Over the years of the states existence and even before that the general wisdom exemplified by the phrase, “everybody knows” is that the Palestinians all are against us. Recently an op-ed by Max Singer in the Jerusalem Post challenges this assumption.
In my response to Mr. Singer I also include several other expressions that challenge this assumption.
Thank you Max Singer and the Jerusalem Post opinion section for bringing to
the public’s attention a phenomena of the Palestinian community that is
I am referring to the recognition by us that a significant minority of individual Palestinians
that have been and continue to be sympathetic to the idea of concluding
this hundred year struggle between our two communities.
It is interesting to note that in the Mar. 20, 2008 edition of the Post a
book was reviewed with essentially the same message. It was about the
contribution of some Palestinians in the pre-state period, up to and
including 1948. This shows that Mr. Singer is not alone
I quote from a Jerusalem Post review, re-published on the web by
Standwithus (http://www.standwithus.com/app/inews/view_n.asp?ID=335 ) by
Elliot Jager, March 20 2008 “ In Army of Shadows – Palestinian Collaboration
with Zionism, 1917-1948″, Hillel Cohen of the Harry S. Truman Institute for
the Advancement of Peace at the Hebrew University of Jerusalem tells the
absorbing story of the Palestinian Arabs who sought accommodation with the
Zionist movement. This book answers the question: Where are the Palestinian
Mr. Cohen claims that “20% of the pre state Arab population had positive
sentiment towards Zionism. It was not only common but a central feature of
Palestinian society and politics.”
I find it interesting and perhaps an element of serendipity, that over the
years the Post has published several other op-ed pieces on this subject.
Such as the January 1 2008; Palestinians who prefer Israel by Daniel Pipes.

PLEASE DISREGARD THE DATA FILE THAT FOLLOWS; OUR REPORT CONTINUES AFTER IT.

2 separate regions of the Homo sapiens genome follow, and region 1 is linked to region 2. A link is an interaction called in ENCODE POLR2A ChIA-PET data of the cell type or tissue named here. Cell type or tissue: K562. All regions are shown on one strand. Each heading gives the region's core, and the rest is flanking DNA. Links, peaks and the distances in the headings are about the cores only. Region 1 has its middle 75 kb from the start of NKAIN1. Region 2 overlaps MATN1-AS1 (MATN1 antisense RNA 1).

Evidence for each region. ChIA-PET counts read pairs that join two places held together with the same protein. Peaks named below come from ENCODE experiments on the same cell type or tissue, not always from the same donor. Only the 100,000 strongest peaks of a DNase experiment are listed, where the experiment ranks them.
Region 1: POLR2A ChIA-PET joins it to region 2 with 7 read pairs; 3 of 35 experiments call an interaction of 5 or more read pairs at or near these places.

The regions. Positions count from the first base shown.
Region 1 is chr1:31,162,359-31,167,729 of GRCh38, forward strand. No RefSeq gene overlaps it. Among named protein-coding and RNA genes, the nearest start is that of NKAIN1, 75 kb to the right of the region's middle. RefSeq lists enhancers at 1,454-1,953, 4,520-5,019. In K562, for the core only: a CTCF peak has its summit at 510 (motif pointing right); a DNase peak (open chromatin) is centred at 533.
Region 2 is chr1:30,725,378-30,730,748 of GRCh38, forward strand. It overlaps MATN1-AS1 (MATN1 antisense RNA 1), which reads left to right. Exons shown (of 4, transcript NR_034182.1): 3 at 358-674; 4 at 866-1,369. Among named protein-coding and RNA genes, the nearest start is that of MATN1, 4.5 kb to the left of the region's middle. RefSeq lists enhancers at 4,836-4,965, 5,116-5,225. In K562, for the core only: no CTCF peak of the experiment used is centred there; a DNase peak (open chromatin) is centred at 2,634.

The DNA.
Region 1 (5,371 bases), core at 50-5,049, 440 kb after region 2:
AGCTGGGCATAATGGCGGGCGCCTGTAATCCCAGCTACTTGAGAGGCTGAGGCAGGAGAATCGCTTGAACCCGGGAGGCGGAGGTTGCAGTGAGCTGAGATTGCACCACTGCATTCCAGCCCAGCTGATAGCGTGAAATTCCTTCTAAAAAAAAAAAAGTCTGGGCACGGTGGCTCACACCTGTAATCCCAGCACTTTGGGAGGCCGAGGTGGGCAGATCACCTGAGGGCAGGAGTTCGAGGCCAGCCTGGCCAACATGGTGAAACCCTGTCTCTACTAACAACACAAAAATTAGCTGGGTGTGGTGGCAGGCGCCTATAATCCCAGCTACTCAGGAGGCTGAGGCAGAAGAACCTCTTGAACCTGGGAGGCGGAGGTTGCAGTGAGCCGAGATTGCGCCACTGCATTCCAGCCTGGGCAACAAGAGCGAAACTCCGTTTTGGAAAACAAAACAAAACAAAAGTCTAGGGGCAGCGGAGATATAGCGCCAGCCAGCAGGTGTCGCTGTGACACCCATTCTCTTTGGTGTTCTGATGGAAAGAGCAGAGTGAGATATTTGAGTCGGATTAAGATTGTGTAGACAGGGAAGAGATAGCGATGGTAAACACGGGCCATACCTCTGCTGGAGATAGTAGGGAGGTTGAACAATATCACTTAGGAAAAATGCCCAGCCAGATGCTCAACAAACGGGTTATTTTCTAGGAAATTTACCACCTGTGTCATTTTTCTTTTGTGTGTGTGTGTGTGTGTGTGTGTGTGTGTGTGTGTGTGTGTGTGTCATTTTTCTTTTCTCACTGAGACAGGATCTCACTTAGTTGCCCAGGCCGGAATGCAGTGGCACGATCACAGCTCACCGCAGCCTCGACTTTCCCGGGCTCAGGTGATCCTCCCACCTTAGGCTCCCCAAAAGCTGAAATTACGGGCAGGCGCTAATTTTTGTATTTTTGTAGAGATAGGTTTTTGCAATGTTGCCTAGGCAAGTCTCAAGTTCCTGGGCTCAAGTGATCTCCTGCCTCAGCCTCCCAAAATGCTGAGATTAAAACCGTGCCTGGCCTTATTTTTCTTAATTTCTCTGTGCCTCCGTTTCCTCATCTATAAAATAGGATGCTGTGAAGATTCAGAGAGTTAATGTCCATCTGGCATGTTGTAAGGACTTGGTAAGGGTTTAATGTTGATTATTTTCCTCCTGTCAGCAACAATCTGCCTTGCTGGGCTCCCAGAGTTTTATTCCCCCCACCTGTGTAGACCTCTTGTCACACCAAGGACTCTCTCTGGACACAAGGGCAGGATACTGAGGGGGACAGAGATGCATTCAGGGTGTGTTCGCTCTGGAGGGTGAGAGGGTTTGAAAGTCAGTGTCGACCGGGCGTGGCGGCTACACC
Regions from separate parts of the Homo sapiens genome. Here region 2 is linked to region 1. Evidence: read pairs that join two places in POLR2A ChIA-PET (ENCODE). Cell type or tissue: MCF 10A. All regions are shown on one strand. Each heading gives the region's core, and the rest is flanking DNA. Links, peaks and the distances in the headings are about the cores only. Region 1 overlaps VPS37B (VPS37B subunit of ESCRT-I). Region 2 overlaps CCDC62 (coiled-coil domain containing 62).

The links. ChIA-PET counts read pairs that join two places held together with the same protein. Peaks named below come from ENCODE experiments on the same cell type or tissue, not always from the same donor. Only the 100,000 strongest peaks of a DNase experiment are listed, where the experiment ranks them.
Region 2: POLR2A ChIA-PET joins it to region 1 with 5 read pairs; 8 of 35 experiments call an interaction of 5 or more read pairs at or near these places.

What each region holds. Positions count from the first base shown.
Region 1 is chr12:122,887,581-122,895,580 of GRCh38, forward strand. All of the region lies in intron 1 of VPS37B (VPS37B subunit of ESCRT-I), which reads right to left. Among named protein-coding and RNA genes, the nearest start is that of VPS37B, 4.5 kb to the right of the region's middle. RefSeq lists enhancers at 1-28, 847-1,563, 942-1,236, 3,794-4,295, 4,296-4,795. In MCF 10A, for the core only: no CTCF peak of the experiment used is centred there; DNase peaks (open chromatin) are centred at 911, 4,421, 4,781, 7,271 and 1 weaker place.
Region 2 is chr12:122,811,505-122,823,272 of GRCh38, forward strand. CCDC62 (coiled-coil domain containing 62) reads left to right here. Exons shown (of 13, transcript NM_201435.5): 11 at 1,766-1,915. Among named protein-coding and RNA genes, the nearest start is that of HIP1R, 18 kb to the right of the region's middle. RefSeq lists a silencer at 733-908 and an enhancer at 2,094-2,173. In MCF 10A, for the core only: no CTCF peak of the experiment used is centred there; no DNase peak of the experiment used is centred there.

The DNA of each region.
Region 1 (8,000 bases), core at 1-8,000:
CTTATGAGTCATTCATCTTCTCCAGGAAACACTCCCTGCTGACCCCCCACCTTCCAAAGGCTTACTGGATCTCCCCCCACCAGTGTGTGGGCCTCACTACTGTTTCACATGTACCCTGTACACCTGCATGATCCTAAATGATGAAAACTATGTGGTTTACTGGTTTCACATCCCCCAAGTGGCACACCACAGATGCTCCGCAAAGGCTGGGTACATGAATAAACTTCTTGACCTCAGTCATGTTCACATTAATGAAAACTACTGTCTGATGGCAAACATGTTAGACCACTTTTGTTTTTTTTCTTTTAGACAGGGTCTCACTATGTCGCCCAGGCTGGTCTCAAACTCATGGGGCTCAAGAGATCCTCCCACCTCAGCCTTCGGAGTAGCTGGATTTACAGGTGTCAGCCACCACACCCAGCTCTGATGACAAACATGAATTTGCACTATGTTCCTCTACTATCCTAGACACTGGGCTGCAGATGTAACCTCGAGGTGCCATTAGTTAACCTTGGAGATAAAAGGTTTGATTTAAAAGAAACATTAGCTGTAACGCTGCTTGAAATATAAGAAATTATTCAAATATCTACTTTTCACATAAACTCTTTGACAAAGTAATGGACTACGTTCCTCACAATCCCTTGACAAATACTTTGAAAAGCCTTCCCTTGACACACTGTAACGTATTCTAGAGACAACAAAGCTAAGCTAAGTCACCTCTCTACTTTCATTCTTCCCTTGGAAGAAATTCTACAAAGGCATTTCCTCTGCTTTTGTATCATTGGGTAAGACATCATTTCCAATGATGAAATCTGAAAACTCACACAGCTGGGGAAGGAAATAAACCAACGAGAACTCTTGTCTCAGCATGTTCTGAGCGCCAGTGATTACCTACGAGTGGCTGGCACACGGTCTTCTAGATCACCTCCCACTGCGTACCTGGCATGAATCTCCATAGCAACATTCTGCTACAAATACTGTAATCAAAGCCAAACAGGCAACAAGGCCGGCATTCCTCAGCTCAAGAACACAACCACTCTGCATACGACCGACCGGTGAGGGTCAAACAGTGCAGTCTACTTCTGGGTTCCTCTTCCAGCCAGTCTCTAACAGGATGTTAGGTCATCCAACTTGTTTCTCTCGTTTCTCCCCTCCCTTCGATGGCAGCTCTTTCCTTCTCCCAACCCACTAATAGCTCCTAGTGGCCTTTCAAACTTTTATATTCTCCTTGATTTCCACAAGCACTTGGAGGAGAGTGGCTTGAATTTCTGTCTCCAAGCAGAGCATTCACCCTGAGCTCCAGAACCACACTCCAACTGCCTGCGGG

As a matter of interest, Mr. Pipes has a page on his web site that lists
several similar articles *
Mr. Pipes’s claim that “polling research finds that a substantial minority of Palestinians, about 20 percent, is ready to live side-by-side with a sovereign Jewish state.” This strengthens and confirms Mr. Singer’s contention.
Most important, is what can WE do to promote those who are in favor of
living peacefully with us. And even more important is encouraging more
Palestinians to realize the benefits of “normalization” accommodation and
compromise with the Jewish state.
Ultimately, the most interested parties in this conundrum are the Israeli
and Palestinian people, themselves.
In this context I would point out that one of Mr. Singers most valuable
insights is that; “regarding the Palestinians who prefer peace” they must
convince themselves and their compatriots that “You have no plausible theory
of victory (over Israel); it is time to get practical.”
If as Mr. Singer correctly contends that there is no plausible theory of
how the Palestinians will achieve their goal of destroying Israel. I have
also heard no plausible, probable or realistic scenario of how we will
continue in our present policy to achieve our full national destiny, healing
and potential, while ruling over millions of angry, undereducated,
underemployed, unyielding, Palestinians and as a result of which, we are in
constant conflict with the world.
I would contend that the same applies to Israelis who want to live in a
democratic, Jewish state. We too must recognize that we have “no plausible
theory of victory (over the Palestinian national movement)” Our rule,
presence and domination of the area of the potential Palestinian state has
“no plausible theory of victory”, the “victory” in our case constitutes a
Jewish democratic state living as one of the respected nations of the world.
“What is good for the goose is good for the gander” declares an old folk
wisdom. It is also applicable to our current situation. The need for a
plausible theory of victory (on our part) demands that we too “get
practical”, for the sake of our future.